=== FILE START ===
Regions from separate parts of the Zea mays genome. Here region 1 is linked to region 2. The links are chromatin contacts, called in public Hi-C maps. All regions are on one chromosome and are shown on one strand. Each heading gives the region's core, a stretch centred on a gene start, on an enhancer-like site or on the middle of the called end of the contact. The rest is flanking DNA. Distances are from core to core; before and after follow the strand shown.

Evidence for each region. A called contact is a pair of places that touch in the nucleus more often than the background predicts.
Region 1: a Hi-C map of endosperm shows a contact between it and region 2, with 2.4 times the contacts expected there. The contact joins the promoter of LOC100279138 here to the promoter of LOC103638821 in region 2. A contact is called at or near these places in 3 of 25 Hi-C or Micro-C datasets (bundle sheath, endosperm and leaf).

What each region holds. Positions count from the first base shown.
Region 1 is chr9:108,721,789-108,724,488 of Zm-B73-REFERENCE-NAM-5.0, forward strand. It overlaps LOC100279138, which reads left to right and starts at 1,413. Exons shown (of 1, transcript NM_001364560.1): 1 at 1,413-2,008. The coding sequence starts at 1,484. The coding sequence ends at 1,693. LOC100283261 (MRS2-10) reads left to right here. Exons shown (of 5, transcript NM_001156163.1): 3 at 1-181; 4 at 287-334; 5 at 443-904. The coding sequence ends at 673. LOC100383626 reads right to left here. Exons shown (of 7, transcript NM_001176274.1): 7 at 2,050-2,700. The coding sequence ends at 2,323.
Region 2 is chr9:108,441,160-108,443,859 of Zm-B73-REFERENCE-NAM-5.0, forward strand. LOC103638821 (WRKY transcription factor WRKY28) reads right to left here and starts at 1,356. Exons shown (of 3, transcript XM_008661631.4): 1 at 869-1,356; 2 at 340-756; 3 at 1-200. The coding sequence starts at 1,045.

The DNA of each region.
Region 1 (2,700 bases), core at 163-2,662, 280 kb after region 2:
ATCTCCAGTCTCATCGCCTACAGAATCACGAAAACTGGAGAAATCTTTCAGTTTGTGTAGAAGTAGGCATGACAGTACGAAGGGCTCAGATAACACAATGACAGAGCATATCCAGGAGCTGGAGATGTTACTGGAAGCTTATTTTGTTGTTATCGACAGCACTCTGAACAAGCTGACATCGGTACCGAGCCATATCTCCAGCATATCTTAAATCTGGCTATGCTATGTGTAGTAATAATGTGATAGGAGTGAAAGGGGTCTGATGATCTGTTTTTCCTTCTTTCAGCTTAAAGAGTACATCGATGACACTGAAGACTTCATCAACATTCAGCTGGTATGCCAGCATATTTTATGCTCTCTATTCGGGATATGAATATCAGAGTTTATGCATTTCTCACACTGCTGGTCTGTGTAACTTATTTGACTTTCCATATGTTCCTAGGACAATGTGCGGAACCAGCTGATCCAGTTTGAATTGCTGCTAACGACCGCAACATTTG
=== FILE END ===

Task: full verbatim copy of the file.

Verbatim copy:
Regions from separate parts of the Zea mays genome. Here region 1 is linked to region 2. The links are chromatin contacts, called in public Hi-C maps. All regions are on one chromosome and are shown on one strand. Each heading gives the region's core, a stretch centred on a gene start, on an enhancer-like site or on the middle of the called end of the contact. The rest is flanking DNA. Distances are from core to core; before and after follow the strand shown.

Evidence for each region. A called contact is a pair of places that touch in the nucleus more often than the background predicts.
Region 1: a Hi-C map of endosperm shows a contact between it and region 2, with 2.4 times the contacts expected there. The contact joins the promoter of LOC100279138 here to the promoter of LOC103638821 in region 2. A contact is called at or near these places in 3 of 25 Hi-C or Micro-C datasets (bundle sheath, endosperm and leaf).

What each region holds. Positions count from the first base shown.
Region 1 is chr9:108,721,789-108,724,488 of Zm-B73-REFERENCE-NAM-5.0, forward strand. It overlaps LOC100279138, which reads left to right and starts at 1,413. Exons shown (of 1, transcript NM_001364560.1): 1 at 1,413-2,008. The coding sequence starts at 1,484. The coding sequence ends at 1,693. LOC100283261 (MRS2-10) reads left to right here. Exons shown (of 5, transcript NM_001156163.1): 3 at 1-181; 4 at 287-334; 5 at 443-904. The coding sequence ends at 673. LOC100383626 reads right to left here. Exons shown (of 7, transcript NM_001176274.1): 7 at 2,050-2,700. The coding sequence ends at 2,323.
Region 2 is chr9:108,441,160-108,443,859 of Zm-B73-REFERENCE-NAM-5.0, forward strand. LOC103638821 (WRKY transcription factor WRKY28) reads right to left here and starts at 1,356. Exons shown (of 3, transcript XM_008661631.4): 1 at 869-1,356; 2 at 340-756; 3 at 1-200. The coding sequence starts at 1,045.

The DNA of each region.
Region 1 (2,700 bases), core at 163-2,662, 280 kb after region 2:
ATCTCCAGTCTCATCGCCTACAGAATCACGAAAACTGGAGAAATCTTTCAGTTTGTGTAGAAGTAGGCATGACAGTACGAAGGGCTCAGATAACACAATGACAGAGCATATCCAGGAGCTGGAGATGTTACTGGAAGCTTATTTTGTTGTTATCGACAGCACTCTGAACAAGCTGACATCGGTACCGAGCCATATCTCCAGCATATCTTAAATCTGGCTATGCTATGTGTAGTAATAATGTGATAGGAGTGAAAGGGGTCTGATGATCTGTTTTTCCTTCTTTCAGCTTAAAGAGTACATCGATGACACTGAAGACTTCATCAACATTCAGCTGGTATGCCAGCATATTTTATGCTCTCTATTCGGGATATGAATATCAGAGTTTATGCATTTCTCACACTGCTGGTCTGTGTAACTTATTTGACTTTCCATATGTTCCTAGGACAATGTGCGGAACCAGCTGATCCAGTTTGAATTGCTGCTAACGACCGCAACATTTG